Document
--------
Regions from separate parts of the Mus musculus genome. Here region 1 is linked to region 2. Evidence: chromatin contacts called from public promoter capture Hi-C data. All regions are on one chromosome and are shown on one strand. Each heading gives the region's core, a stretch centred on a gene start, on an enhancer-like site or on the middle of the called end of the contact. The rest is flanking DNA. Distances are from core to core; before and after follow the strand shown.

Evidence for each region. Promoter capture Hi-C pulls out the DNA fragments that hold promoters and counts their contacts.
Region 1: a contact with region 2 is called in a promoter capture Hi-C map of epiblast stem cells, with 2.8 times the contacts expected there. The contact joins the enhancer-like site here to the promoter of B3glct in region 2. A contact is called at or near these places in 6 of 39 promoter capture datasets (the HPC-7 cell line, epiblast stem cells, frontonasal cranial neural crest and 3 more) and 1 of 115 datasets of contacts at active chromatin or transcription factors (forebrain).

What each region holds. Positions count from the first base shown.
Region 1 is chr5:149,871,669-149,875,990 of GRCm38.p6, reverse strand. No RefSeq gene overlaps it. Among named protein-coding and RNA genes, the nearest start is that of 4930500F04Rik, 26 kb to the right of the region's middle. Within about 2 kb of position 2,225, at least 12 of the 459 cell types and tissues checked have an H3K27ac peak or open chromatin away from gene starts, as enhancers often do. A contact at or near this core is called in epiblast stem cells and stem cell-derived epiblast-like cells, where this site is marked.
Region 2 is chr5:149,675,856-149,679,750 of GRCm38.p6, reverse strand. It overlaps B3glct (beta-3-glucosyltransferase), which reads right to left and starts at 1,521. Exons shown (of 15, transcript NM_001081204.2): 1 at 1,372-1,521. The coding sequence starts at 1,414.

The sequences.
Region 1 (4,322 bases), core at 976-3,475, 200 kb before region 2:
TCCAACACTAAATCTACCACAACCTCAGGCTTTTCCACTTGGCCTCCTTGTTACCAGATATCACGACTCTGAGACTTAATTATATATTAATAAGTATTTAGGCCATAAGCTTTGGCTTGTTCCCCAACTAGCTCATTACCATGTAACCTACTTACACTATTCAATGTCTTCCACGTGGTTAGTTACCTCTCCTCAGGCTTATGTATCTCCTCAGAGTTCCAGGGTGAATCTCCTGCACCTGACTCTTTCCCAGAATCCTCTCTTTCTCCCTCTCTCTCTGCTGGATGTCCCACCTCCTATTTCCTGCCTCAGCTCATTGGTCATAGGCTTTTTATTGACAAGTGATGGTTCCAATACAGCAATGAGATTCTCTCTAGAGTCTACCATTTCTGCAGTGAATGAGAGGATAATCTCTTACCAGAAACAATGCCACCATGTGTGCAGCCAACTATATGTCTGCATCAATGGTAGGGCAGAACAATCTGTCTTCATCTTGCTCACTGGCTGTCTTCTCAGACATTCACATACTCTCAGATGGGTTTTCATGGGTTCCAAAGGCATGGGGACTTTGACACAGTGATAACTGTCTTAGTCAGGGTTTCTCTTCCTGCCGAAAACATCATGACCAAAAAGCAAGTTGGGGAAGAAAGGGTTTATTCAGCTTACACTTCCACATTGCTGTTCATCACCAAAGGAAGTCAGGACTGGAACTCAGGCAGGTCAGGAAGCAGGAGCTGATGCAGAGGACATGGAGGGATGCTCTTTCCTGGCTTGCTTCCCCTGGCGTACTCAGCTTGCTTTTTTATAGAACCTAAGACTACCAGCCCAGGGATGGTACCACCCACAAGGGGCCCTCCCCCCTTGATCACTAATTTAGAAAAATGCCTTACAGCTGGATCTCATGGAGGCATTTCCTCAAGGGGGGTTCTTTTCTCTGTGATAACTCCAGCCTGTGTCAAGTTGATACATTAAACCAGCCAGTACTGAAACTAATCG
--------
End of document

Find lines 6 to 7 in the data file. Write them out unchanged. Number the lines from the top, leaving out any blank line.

Region 2 is chr5:149,675,856-149,679,750 of GRCm38.p6, reverse strand. It overlaps B3glct (beta-3-glucosyltransferase), which reads right to left and starts at 1,521. Exons shown (of 15, transcript NM_001081204.2): 1 at 1,372-1,521. The coding sequence starts at 1,414.

The sequences.